Connecticut Criminal Fraud Defense Attorney
Fraud is a type of larceny. It differs from robbery, in that force or the threat of force is not involved. Instead, some form of deception is used to obtain property you do not have a right to. Examples of fraud include:
- Check forgery
- Unemployment fraud
- Tax fraud
- Welfare fraud
- Credit card fraud
- Wire fraud or mail fraud
I'm John Walkley, a fraud defense lawyer in Milford, Connecticut, serving people in New Haven by appointment. Generally, the value of the property taken by fraud determines the seriousness of the offense. Any theft of property valued at less than $1,000 by fraud is a misdemeanor. Theft of property valued at $1,000 or more is a felony offense. Any federal fraud charge (such as wire fraud and mail fraud) is a felony. In any serious fraud case, it is important for your attorney to find out what is involved in the allegations made by the government, and to get your view of what happened.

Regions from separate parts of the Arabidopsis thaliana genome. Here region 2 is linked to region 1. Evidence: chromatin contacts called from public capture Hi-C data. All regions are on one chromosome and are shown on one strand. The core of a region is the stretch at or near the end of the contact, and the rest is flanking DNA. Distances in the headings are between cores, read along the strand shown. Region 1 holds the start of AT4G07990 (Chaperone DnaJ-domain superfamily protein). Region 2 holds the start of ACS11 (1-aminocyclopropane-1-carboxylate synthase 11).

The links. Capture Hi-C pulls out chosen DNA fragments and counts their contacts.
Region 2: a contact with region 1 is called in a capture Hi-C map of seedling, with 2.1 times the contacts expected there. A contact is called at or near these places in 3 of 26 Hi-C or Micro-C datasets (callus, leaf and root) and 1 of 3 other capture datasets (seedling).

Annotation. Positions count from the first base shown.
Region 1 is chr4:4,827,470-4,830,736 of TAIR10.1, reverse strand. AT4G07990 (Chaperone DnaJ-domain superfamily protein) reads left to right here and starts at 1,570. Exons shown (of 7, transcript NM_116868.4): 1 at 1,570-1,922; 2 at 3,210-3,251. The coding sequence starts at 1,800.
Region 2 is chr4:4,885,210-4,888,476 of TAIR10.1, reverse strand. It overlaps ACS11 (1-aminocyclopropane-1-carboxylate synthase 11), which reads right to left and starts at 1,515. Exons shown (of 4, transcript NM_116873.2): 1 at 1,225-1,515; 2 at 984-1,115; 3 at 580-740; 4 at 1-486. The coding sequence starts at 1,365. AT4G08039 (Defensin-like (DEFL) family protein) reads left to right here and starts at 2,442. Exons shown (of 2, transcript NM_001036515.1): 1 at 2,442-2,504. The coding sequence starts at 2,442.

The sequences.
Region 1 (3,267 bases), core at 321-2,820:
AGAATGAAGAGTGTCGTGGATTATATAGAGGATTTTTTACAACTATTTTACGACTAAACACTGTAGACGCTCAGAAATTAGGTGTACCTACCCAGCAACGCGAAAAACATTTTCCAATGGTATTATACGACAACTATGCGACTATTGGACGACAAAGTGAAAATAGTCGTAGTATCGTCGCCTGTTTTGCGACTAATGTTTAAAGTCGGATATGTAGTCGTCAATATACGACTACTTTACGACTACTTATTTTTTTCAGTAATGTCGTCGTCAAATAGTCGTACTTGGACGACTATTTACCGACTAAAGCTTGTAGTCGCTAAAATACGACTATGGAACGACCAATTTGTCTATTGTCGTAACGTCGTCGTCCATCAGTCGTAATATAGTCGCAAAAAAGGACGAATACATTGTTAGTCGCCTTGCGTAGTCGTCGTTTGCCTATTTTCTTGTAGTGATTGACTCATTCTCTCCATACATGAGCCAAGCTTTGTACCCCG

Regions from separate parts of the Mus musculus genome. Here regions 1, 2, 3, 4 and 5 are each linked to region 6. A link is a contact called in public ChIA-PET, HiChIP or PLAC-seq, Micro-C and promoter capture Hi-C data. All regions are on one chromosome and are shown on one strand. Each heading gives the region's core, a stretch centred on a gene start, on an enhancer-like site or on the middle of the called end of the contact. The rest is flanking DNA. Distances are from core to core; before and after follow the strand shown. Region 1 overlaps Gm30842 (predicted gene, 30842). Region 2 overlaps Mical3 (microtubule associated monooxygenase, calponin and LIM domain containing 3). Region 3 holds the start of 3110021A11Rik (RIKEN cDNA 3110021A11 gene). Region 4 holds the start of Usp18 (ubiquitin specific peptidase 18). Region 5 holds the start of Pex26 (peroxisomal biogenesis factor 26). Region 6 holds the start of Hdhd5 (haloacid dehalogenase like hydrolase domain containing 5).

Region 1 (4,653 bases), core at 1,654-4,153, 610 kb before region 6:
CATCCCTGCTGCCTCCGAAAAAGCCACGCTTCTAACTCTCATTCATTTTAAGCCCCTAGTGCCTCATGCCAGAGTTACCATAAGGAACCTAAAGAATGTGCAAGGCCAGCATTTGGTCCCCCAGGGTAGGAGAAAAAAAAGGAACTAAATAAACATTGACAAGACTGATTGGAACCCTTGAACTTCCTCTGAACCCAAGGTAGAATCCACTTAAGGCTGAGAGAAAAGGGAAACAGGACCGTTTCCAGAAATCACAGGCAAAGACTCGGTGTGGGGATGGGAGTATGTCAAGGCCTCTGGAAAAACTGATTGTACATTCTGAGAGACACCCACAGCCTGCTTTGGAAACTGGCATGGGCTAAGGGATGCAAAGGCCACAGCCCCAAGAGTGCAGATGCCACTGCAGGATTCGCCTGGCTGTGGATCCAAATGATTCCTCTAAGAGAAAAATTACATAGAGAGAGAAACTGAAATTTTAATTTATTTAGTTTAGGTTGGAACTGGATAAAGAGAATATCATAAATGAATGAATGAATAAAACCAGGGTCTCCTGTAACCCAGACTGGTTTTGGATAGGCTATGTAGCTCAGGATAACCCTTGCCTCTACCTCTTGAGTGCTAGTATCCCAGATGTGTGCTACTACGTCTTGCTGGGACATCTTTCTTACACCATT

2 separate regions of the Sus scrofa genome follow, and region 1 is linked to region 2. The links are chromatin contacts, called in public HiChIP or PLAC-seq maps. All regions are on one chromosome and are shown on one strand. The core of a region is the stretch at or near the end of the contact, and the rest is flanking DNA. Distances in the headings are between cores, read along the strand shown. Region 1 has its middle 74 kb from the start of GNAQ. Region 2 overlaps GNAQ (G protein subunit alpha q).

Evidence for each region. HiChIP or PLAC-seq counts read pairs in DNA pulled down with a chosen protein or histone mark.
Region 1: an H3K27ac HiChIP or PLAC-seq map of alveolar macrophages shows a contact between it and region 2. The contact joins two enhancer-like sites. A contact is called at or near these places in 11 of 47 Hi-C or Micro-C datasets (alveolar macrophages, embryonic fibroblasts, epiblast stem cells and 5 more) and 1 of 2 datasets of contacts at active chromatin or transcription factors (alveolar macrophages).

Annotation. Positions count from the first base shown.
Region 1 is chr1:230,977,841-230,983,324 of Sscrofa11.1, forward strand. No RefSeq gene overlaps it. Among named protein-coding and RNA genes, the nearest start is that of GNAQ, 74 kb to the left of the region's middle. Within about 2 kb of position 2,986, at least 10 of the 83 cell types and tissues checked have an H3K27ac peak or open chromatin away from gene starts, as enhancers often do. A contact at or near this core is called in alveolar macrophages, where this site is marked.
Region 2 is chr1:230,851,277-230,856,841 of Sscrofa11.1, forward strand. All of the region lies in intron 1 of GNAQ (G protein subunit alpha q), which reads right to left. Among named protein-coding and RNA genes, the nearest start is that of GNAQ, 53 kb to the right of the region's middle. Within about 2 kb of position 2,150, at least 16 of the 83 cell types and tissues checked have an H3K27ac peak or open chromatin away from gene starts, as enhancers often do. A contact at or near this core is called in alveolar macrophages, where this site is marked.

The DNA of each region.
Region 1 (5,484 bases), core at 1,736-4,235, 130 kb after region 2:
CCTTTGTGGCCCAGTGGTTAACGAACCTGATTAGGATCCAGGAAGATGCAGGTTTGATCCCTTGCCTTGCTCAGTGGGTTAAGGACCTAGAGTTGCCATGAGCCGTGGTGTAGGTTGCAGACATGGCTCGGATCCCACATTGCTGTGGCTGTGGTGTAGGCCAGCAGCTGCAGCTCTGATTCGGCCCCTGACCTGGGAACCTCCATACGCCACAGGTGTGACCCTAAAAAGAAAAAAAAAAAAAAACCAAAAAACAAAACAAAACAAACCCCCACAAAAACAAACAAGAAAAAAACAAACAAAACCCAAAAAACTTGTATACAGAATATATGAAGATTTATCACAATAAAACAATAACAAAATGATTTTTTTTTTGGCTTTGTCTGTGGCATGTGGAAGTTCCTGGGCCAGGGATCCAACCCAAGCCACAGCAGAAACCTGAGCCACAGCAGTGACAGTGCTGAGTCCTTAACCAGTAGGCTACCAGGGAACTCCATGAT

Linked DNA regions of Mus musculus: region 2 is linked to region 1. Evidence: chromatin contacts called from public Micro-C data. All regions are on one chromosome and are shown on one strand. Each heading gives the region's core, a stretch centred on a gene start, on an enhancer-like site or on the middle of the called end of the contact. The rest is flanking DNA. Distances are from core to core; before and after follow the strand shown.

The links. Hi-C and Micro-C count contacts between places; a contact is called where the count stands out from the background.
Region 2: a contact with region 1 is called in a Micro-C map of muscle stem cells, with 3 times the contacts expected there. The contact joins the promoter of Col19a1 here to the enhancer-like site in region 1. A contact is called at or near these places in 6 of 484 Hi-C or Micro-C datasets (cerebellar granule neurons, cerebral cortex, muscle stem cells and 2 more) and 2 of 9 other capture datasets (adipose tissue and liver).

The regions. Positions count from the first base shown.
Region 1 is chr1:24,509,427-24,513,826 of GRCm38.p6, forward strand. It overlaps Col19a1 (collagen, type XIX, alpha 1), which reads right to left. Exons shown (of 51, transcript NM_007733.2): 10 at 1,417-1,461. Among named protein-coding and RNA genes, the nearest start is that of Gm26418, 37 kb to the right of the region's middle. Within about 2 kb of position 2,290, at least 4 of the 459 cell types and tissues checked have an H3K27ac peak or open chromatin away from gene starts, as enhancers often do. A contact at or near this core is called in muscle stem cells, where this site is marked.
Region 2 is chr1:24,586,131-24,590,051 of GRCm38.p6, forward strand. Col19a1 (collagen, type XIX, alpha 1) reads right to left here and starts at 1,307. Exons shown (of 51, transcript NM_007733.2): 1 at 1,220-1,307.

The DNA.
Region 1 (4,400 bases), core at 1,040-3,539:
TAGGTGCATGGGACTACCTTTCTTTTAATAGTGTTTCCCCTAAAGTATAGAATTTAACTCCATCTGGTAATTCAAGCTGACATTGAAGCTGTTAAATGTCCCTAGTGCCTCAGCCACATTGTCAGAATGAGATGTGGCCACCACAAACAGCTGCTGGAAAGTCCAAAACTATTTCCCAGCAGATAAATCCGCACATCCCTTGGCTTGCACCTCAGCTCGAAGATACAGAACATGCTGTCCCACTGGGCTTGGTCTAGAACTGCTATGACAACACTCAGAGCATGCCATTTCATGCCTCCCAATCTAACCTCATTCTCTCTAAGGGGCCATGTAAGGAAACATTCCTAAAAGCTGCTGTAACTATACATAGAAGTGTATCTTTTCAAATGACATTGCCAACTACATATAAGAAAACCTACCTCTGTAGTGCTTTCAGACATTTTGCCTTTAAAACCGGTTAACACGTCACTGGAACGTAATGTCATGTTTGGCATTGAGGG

Most people charged with obtaining a small amount of property by fraud are not concerned about jail. However, they are concerned about having a conviction on their record and what effect that could have on their lives going forward.
Younger people applying for jobs are often asked on the application if they have been arrested or convicted of fraud. Most employers would be concerned about hiring someone who has been convicted for fraud. In addition, there are many occupations with licensing requirements for which you need a clear record.
An important element in any fraud case is why the crime was committed. If there was a reason, such as drug addiction or alcoholism, it may affect your sentence — and maybe you won't have to go to jail.
If you are a first-time offender, depending on the value of the property taken, we can often resolve fraud charges without you getting a criminal record. If you perform community service or make charitable donations, the prosecutor may be willing to drop the case.
For a free initial consultation, contact criminal fraud defense lawyer John Walkley.